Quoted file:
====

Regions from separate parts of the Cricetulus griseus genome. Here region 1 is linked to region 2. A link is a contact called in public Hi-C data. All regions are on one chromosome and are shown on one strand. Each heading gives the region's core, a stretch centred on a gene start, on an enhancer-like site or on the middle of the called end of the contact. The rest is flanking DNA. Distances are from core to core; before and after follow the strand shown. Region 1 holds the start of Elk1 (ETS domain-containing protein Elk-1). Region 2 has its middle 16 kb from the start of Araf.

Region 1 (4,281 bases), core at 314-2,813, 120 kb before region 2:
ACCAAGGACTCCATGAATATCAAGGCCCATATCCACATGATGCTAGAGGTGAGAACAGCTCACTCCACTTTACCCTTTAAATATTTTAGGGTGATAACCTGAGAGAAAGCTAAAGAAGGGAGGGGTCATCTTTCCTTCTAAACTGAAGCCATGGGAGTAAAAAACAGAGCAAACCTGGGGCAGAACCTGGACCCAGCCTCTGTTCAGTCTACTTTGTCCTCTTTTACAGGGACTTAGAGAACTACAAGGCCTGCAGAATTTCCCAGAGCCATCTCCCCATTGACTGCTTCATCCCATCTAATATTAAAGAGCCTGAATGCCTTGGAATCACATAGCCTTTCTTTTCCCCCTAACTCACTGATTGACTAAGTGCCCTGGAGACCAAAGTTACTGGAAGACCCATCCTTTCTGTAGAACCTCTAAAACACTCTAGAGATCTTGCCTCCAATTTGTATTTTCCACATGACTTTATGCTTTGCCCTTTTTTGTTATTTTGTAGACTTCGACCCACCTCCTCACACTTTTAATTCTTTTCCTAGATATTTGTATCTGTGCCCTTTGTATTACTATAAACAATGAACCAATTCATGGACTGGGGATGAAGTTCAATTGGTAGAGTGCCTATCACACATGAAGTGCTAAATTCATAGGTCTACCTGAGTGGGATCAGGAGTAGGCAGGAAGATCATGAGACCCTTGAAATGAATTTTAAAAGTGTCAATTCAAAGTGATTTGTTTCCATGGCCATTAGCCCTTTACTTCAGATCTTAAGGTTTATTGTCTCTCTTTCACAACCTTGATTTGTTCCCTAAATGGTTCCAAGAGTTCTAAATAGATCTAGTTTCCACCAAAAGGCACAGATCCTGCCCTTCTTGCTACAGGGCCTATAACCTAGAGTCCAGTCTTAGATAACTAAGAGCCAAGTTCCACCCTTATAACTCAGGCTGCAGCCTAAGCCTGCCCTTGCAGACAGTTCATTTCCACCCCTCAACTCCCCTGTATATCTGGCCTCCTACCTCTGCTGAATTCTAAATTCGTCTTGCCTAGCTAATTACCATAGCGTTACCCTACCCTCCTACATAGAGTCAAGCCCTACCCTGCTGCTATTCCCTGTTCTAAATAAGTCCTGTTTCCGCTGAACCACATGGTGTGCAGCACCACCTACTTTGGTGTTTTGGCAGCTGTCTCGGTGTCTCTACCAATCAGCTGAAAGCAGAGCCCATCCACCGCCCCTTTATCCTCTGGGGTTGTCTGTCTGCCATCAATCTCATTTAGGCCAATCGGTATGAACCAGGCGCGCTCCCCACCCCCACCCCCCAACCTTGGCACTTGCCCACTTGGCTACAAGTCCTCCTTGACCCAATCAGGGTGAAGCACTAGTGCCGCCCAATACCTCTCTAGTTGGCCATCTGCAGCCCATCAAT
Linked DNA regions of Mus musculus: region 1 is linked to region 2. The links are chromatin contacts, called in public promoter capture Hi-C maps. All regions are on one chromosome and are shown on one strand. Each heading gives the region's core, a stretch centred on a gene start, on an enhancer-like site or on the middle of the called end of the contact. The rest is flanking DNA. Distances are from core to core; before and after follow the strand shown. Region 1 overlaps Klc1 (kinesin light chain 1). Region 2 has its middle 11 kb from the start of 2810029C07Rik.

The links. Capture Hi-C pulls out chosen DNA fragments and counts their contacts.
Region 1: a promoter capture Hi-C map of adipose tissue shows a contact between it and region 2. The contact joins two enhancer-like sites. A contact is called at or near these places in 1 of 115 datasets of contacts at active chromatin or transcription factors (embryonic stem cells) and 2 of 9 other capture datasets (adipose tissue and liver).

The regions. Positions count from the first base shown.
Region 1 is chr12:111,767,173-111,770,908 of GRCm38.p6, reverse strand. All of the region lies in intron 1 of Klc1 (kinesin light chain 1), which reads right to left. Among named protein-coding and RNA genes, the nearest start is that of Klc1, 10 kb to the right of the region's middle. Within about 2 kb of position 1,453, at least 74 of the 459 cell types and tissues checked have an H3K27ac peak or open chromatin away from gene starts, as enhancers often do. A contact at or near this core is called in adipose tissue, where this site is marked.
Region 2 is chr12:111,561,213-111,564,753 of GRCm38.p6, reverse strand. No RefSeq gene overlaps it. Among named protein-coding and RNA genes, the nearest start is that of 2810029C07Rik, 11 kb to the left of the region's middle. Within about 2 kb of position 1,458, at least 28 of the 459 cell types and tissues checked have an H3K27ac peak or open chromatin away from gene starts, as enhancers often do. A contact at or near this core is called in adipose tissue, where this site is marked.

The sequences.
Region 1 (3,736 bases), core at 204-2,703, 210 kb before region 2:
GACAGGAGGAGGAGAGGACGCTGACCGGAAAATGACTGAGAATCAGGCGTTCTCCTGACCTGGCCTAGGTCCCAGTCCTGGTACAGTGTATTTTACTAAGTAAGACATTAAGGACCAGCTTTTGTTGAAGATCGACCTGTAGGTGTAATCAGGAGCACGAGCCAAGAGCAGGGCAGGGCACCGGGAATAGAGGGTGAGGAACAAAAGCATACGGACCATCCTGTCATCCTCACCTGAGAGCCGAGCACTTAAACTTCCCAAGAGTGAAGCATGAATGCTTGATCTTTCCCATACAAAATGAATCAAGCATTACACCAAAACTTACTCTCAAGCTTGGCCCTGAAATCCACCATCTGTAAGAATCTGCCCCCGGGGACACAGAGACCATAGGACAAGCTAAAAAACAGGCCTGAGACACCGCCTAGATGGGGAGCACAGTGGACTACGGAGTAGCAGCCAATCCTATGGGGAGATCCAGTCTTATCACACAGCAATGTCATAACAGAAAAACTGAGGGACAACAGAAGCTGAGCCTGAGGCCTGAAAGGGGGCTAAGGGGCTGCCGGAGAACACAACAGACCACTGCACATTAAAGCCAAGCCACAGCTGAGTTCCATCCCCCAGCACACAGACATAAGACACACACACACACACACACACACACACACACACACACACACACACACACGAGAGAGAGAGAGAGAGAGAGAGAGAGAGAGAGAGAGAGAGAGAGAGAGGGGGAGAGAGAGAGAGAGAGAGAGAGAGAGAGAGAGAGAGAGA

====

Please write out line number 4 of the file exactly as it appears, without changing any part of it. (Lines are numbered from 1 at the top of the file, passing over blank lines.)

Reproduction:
Linked DNA regions of Mus musculus: region 1 is linked to region 2. The links are chromatin contacts, called in public promoter capture Hi-C maps. All regions are on one chromosome and are shown on one strand. Each heading gives the region's core, a stretch centred on a gene start, on an enhancer-like site or on the middle of the called end of the contact. The rest is flanking DNA. Distances are from core to core; before and after follow the strand shown. Region 1 overlaps Klc1 (kinesin light chain 1). Region 2 has its middle 11 kb from the start of 2810029C07Rik.